Well that was unexpected.

Whittling away at my To-Read List, my three most recent reads were this:

  1. The Metamorphosis by Franz Kafka [depressing]
  2. The Fault in Our Stars by John Green [more depressing]
  3. The Bell Jar by Sylvia Plath [MAIN CHARACTER TRIES TO KILL HERSELF.]

I don’t know if you’re familiar with these books, but if not, let me break it down for you:

The Metamorphosis is about a guy who wakes up one morning as a monster– something like a beetle– and becomes totally useless and repulsive to his family.  They keep him locked out of sight in his room, feed him scraps and crumbs, and when he gets out he tends to upset the guests. (It’s unclear whether Gregor has had a mental lapse or is actually a bug. Some scholars think the story is a metaphor for the life of a writer. HOW ENCOURAGING.)

The Fault in Our Stars is about children (well, okay, mostly snarky teenagers) with cancer.

The Bell Jar is about a woman who loses interest in life and tries to kill herself, only to be sent to shock therapy and later institutionalized. NOT FUN FACT: author Sylvia Plath struggled with depression herself, and ended her life shortly after the book was published.

Now, while The Fault in Our Stars admittedly also made me laugh aloud more than any other book I can remember, isolationism, cancer, and mental illness are all pretty depressing subjects. Stack the three back to back and add several chapters about the violence-ridden dealings of an organized crime family (my latest beta reading which, despite its dark nature, I am very much enjoying) and you’ll get something close to the DOOM CLOUDS OF MISERY AND DEVASTATION brewing over my head.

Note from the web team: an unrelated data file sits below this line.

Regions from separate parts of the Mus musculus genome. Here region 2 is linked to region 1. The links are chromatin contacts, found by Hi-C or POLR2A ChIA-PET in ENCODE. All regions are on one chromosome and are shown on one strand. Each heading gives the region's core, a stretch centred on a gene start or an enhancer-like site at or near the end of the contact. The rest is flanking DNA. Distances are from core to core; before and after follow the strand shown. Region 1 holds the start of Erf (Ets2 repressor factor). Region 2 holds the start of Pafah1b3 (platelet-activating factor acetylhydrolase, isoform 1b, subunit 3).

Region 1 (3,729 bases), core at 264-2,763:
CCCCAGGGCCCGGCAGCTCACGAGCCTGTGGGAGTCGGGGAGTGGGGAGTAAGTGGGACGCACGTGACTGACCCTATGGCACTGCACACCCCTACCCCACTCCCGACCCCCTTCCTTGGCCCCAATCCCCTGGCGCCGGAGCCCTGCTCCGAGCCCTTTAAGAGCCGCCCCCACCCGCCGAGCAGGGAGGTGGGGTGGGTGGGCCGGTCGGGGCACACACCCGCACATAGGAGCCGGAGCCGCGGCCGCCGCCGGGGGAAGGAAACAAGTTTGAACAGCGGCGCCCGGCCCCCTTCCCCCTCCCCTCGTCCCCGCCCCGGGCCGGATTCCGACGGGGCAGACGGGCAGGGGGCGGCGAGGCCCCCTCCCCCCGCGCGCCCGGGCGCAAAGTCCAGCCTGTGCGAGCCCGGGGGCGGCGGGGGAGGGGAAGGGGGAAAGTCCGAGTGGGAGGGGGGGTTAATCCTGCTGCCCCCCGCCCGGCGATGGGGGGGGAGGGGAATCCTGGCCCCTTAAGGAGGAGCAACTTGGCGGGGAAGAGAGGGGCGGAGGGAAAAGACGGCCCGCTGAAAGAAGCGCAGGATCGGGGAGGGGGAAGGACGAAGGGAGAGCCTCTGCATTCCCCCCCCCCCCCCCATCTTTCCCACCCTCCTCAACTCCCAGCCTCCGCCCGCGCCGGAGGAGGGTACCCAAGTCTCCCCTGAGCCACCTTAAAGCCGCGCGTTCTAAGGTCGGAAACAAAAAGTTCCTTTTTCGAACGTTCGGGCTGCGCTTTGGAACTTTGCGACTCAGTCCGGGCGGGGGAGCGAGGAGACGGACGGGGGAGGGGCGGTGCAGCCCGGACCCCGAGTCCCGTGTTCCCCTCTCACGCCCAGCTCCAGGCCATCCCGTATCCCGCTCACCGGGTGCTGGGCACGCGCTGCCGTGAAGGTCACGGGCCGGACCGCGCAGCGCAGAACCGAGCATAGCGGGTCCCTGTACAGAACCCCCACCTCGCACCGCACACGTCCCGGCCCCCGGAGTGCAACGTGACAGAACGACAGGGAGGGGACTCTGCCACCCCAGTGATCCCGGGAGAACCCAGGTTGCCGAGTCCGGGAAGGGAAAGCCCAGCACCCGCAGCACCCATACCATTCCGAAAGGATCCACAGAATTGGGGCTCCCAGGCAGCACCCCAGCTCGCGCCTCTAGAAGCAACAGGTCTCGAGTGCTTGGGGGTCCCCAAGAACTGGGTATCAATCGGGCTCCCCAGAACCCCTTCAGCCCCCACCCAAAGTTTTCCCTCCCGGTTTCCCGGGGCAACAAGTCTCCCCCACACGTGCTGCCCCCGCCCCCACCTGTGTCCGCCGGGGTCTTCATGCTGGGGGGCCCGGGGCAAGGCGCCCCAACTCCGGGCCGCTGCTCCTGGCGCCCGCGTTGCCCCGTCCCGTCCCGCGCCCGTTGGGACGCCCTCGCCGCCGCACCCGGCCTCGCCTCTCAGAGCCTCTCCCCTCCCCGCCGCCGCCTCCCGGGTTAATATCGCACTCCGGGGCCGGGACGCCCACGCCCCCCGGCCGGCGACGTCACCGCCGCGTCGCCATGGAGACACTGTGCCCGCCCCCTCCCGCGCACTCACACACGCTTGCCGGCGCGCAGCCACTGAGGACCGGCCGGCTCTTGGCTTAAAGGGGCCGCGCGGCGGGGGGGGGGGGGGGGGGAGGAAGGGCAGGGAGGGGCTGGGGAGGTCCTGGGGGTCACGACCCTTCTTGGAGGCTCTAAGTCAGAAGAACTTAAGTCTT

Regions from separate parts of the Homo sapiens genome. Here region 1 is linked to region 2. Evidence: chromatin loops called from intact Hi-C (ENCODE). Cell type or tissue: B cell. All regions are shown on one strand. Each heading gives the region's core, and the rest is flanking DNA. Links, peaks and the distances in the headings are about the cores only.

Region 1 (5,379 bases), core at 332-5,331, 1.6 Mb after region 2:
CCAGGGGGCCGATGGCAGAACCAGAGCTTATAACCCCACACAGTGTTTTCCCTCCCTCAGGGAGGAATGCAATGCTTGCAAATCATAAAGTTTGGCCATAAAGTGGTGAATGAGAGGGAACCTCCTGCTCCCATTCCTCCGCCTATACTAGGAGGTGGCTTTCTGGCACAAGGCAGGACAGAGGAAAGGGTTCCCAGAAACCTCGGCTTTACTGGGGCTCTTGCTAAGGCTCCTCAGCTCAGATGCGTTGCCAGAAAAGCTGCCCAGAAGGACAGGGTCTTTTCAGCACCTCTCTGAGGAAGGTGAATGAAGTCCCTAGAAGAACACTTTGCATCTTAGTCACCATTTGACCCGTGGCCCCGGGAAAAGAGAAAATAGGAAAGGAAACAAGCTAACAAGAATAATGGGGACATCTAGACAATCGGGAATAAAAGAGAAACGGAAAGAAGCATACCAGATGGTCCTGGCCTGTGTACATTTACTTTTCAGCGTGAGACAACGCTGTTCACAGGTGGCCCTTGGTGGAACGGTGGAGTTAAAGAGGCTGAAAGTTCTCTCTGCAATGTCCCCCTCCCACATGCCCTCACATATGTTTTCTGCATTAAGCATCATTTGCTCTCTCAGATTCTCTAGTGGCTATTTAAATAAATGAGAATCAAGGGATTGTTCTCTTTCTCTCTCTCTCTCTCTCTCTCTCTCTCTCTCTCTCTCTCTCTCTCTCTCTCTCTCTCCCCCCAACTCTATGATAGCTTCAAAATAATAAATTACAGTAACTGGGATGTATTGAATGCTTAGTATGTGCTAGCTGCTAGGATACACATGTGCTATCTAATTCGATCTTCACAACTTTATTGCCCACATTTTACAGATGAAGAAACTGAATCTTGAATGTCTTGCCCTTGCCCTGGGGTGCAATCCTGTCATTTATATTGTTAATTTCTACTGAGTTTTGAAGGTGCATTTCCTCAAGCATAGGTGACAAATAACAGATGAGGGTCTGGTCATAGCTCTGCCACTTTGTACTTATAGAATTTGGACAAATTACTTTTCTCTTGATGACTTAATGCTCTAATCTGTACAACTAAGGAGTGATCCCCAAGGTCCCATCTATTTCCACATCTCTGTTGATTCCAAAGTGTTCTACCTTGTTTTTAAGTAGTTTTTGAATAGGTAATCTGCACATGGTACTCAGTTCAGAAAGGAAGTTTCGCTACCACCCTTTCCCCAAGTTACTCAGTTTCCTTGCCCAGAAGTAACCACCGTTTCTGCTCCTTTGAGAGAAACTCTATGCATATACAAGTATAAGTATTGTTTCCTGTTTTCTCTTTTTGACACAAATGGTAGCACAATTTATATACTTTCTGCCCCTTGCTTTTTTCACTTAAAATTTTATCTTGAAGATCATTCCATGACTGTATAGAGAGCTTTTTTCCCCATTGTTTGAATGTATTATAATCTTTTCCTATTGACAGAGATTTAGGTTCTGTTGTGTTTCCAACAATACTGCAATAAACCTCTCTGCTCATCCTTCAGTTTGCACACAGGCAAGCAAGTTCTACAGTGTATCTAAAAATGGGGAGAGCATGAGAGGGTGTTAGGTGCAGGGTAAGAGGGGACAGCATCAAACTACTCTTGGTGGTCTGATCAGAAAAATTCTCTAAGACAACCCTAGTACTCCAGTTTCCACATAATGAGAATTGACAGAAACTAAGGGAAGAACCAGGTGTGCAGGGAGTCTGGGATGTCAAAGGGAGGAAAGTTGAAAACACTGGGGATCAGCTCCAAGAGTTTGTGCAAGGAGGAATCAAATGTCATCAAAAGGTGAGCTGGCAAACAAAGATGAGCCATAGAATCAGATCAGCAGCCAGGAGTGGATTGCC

Anyway, as I was finishing up The Bell Jar, I got an email saying that my latest library reservation was in.

Me: Oh thank god. Finally I can end this sadness.

*Opens email to see what book is in*

Me: AHHHHHHHHHHHHHHHH

The Good News: despite the morbid nature of the title and the fact that there is a dismembered arm on the cover, I’m 61 pages in and can safely report that the book is HILARIOUS. Turns out David Wong, the eponymous main character and listed author of John Dies at the End, is the pseudonym of Jason Pargin, the editor in chief of Cracked.com.

THANK JESUS.

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7 thoughts on “Well that was unexpected.

  1. Ah, I hope my sypnosis warned you it’s quite a dark read. Warning: the second half will be more dark! The most depressing book I’ve read, but one of my favourites, is Grotesque by Natsuo Kirino. I had to keep putting it down because it affected my mood so much!

    • I did suspect I was not in for rainbows and ponies 😉 And I really am enjoying it! It just happened to come after this odd, unintended chain of dark books.

      Today I read the scene in the barn, Laura, and OH MAN. If anything, the winces/shivers it caused are a testament to how strong the writing is!

      • So glad you’re enjoying it – your comment really made me smile (thank you!). I remember feeling stuck for months, maybe years, after writing the funeral scene, not knowing what to write next. Then one day I just wrote for hours and out came the barn scene – it was creepy how easy it was to tap into Vincent’s sadistic side actually!

  2. That is a depressing trio! Have you ever read Douglas Coupland’s “Girlfriend in a Coma”? Sounds like it might have what you’re looking for!

    • Oh man, that looks heavy, too! I think I will steer clear of the depressing stuff for a while. Another couple books, at least! But thank you for mentioning it. I do like to hear what books resonate with others.

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